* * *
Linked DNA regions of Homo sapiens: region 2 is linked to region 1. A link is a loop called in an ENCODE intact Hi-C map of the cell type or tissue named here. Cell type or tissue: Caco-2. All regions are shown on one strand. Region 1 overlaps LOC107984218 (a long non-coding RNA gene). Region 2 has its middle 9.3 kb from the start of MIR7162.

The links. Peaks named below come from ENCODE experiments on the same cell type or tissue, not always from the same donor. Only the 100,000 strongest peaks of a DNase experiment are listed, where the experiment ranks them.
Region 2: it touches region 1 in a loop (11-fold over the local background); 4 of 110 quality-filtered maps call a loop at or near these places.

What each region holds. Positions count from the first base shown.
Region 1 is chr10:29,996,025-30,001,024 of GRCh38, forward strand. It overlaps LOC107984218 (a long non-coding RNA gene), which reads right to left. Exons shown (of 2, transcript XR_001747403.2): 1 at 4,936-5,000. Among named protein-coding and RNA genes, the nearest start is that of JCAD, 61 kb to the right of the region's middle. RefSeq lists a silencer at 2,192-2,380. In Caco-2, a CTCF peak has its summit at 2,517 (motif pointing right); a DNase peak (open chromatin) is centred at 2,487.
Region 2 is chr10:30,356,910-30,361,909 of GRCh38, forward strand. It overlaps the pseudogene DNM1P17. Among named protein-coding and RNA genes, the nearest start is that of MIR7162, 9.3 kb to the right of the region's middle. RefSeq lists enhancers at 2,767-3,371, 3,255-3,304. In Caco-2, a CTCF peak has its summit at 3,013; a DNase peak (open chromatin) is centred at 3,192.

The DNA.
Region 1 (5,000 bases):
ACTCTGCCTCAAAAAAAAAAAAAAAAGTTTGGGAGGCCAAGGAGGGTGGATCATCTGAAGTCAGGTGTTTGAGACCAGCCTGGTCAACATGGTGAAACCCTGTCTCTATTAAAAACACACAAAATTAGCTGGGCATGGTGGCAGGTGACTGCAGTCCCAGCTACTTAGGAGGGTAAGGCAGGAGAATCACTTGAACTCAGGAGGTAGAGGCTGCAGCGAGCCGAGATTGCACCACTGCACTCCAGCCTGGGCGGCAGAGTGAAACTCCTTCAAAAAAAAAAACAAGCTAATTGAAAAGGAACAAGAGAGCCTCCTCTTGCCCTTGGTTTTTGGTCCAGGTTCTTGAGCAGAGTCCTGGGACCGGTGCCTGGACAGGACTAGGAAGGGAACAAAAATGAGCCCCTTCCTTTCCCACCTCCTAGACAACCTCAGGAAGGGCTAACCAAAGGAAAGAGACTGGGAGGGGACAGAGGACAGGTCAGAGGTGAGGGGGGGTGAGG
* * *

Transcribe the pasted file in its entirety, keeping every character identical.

Linked DNA regions of Homo sapiens: region 2 is linked to region 1. A link is a loop called in an ENCODE intact Hi-C map of the cell type or tissue named here. Cell type or tissue: Caco-2. All regions are shown on one strand. Region 1 overlaps LOC107984218 (a long non-coding RNA gene). Region 2 has its middle 9.3 kb from the start of MIR7162.

The links. Peaks named below come from ENCODE experiments on the same cell type or tissue, not always from the same donor. Only the 100,000 strongest peaks of a DNase experiment are listed, where the experiment ranks them.
Region 2: it touches region 1 in a loop (11-fold over the local background); 4 of 110 quality-filtered maps call a loop at or near these places.

What each region holds. Positions count from the first base shown.
Region 1 is chr10:29,996,025-30,001,024 of GRCh38, forward strand. It overlaps LOC107984218 (a long non-coding RNA gene), which reads right to left. Exons shown (of 2, transcript XR_001747403.2): 1 at 4,936-5,000. Among named protein-coding and RNA genes, the nearest start is that of JCAD, 61 kb to the right of the region's middle. RefSeq lists a silencer at 2,192-2,380. In Caco-2, a CTCF peak has its summit at 2,517 (motif pointing right); a DNase peak (open chromatin) is centred at 2,487.
Region 2 is chr10:30,356,910-30,361,909 of GRCh38, forward strand. It overlaps the pseudogene DNM1P17. Among named protein-coding and RNA genes, the nearest start is that of MIR7162, 9.3 kb to the right of the region's middle. RefSeq lists enhancers at 2,767-3,371, 3,255-3,304. In Caco-2, a CTCF peak has its summit at 3,013; a DNase peak (open chromatin) is centred at 3,192.

The DNA.
Region 1 (5,000 bases):
ACTCTGCCTCAAAAAAAAAAAAAAAAGTTTGGGAGGCCAAGGAGGGTGGATCATCTGAAGTCAGGTGTTTGAGACCAGCCTGGTCAACATGGTGAAACCCTGTCTCTATTAAAAACACACAAAATTAGCTGGGCATGGTGGCAGGTGACTGCAGTCCCAGCTACTTAGGAGGGTAAGGCAGGAGAATCACTTGAACTCAGGAGGTAGAGGCTGCAGCGAGCCGAGATTGCACCACTGCACTCCAGCCTGGGCGGCAGAGTGAAACTCCTTCAAAAAAAAAAACAAGCTAATTGAAAAGGAACAAGAGAGCCTCCTCTTGCCCTTGGTTTTTGGTCCAGGTTCTTGAGCAGAGTCCTGGGACCGGTGCCTGGACAGGACTAGGAAGGGAACAAAAATGAGCCCCTTCCTTTCCCACCTCCTAGACAACCTCAGGAAGGGCTAACCAAAGGAAAGAGACTGGGAGGGGACAGAGGACAGGTCAGAGGTGAGGGGGGGTGAGG